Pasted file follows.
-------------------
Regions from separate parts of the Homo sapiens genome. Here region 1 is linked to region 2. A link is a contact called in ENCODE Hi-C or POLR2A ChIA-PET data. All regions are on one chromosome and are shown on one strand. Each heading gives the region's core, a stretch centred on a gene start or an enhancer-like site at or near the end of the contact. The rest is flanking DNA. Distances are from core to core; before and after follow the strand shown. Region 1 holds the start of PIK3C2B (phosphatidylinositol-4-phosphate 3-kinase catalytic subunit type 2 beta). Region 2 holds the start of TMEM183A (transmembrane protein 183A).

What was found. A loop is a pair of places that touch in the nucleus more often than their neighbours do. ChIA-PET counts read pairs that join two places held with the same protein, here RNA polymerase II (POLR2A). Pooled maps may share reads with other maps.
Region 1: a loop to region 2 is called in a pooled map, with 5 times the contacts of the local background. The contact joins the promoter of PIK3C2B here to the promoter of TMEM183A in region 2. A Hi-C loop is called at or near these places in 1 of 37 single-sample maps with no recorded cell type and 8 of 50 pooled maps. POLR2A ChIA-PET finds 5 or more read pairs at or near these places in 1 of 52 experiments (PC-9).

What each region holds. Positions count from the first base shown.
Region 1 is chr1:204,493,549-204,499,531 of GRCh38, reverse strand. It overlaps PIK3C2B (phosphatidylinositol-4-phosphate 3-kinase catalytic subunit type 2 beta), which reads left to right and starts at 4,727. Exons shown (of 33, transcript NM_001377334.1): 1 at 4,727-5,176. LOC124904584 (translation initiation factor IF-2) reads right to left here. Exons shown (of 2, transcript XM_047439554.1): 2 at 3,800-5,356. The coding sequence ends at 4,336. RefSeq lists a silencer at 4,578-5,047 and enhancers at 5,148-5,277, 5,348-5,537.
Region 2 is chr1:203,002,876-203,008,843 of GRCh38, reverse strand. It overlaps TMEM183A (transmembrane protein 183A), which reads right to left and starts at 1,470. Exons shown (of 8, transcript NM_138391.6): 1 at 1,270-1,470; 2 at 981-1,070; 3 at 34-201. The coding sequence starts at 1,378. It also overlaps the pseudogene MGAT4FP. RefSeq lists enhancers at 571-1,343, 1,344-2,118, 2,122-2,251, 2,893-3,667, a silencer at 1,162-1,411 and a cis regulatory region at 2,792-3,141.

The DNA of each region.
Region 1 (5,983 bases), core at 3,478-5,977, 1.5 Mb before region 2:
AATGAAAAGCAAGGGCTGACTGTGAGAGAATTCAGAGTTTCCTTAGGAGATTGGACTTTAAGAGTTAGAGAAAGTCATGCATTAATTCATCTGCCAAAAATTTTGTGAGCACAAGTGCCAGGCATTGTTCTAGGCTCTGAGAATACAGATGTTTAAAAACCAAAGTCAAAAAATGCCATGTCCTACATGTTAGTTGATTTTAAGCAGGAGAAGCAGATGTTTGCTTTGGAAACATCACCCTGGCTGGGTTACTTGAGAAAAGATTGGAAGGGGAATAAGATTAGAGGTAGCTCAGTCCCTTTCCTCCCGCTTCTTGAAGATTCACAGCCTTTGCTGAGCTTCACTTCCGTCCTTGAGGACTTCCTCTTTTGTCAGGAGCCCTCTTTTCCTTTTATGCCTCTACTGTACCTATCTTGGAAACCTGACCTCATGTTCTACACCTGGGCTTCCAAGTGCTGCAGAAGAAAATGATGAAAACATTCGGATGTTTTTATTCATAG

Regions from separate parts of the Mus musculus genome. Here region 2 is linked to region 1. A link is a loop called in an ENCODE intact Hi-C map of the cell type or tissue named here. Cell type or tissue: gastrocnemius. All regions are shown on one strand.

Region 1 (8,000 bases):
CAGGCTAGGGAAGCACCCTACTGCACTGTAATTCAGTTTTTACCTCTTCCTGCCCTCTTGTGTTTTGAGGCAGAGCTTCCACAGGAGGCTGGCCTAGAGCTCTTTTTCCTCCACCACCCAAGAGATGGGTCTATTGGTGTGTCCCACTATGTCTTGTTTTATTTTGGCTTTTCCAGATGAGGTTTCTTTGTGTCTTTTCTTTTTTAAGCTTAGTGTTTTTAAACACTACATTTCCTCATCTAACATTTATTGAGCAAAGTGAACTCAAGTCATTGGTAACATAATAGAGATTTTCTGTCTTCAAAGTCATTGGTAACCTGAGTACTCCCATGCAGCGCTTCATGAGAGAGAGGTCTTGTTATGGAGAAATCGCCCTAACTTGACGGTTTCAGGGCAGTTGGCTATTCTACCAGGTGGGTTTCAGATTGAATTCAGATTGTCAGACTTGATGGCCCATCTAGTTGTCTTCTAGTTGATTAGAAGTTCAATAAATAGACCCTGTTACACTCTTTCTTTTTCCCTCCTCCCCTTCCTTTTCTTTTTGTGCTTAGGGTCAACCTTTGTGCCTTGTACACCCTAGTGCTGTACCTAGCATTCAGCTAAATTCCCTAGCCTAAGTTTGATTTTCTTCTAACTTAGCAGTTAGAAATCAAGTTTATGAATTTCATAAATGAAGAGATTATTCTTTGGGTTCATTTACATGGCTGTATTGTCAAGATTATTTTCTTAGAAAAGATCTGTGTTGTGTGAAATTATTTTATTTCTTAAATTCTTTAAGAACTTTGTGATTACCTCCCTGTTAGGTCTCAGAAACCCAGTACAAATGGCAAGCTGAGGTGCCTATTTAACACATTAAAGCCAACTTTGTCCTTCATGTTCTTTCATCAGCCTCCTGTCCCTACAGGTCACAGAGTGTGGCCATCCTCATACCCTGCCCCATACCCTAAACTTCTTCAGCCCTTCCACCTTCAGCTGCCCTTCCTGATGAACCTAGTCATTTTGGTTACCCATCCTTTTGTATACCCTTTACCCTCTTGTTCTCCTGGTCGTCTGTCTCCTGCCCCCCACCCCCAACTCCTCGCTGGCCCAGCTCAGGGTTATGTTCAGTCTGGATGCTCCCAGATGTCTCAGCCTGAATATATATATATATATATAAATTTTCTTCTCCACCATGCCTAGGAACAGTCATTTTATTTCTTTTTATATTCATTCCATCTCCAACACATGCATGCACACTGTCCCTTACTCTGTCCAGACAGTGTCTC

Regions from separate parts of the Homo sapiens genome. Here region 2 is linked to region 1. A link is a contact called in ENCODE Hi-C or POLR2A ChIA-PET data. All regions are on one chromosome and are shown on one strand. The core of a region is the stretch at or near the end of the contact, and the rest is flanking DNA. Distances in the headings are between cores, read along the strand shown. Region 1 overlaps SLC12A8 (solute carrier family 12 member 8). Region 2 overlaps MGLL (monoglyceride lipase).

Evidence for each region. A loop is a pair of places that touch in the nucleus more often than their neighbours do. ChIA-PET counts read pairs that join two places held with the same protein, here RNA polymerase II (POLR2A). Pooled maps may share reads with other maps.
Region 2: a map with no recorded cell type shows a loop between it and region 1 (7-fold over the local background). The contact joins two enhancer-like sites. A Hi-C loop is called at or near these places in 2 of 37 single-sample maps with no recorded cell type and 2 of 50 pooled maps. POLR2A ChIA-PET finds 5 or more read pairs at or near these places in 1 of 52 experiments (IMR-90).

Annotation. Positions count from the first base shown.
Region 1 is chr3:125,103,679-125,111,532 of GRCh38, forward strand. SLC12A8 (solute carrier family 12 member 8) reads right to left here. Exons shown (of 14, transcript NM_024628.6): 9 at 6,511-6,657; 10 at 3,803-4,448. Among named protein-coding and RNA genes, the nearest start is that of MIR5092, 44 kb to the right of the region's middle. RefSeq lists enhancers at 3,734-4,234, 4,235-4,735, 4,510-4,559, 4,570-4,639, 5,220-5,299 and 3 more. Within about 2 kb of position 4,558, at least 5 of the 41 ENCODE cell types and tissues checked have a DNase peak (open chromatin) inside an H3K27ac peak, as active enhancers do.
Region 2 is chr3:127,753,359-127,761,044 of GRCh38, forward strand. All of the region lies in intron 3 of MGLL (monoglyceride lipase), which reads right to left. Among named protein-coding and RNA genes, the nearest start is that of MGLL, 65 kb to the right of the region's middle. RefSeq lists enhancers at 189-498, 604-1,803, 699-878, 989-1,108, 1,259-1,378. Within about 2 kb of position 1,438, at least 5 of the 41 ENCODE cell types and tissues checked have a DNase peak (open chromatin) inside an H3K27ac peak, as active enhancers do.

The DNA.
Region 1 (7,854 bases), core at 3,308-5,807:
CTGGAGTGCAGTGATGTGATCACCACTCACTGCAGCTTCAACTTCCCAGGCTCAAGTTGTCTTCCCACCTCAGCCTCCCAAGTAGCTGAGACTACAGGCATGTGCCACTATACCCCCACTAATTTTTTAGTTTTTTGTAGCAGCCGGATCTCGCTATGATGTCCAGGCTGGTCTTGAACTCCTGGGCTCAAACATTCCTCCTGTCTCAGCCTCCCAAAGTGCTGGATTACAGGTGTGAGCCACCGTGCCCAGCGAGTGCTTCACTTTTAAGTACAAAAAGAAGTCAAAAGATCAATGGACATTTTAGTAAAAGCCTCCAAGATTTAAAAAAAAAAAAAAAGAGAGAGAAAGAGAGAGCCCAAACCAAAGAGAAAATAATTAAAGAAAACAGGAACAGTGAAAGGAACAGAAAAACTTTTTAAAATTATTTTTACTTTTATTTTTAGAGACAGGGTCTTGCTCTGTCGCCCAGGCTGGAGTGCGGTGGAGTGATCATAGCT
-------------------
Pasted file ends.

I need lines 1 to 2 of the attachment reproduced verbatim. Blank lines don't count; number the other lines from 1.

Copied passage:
Regions from separate parts of the Homo sapiens genome. Here region 1 is linked to region 2. A link is a contact called in ENCODE Hi-C or POLR2A ChIA-PET data. All regions are on one chromosome and are shown on one strand. Each heading gives the region's core, a stretch centred on a gene start or an enhancer-like site at or near the end of the contact. The rest is flanking DNA. Distances are from core to core; before and after follow the strand shown. Region 1 holds the start of PIK3C2B (phosphatidylinositol-4-phosphate 3-kinase catalytic subunit type 2 beta). Region 2 holds the start of TMEM183A (transmembrane protein 183A).

What was found. A loop is a pair of places that touch in the nucleus more often than their neighbours do. ChIA-PET counts read pairs that join two places held with the same protein, here RNA polymerase II (POLR2A). Pooled maps may share reads with other maps.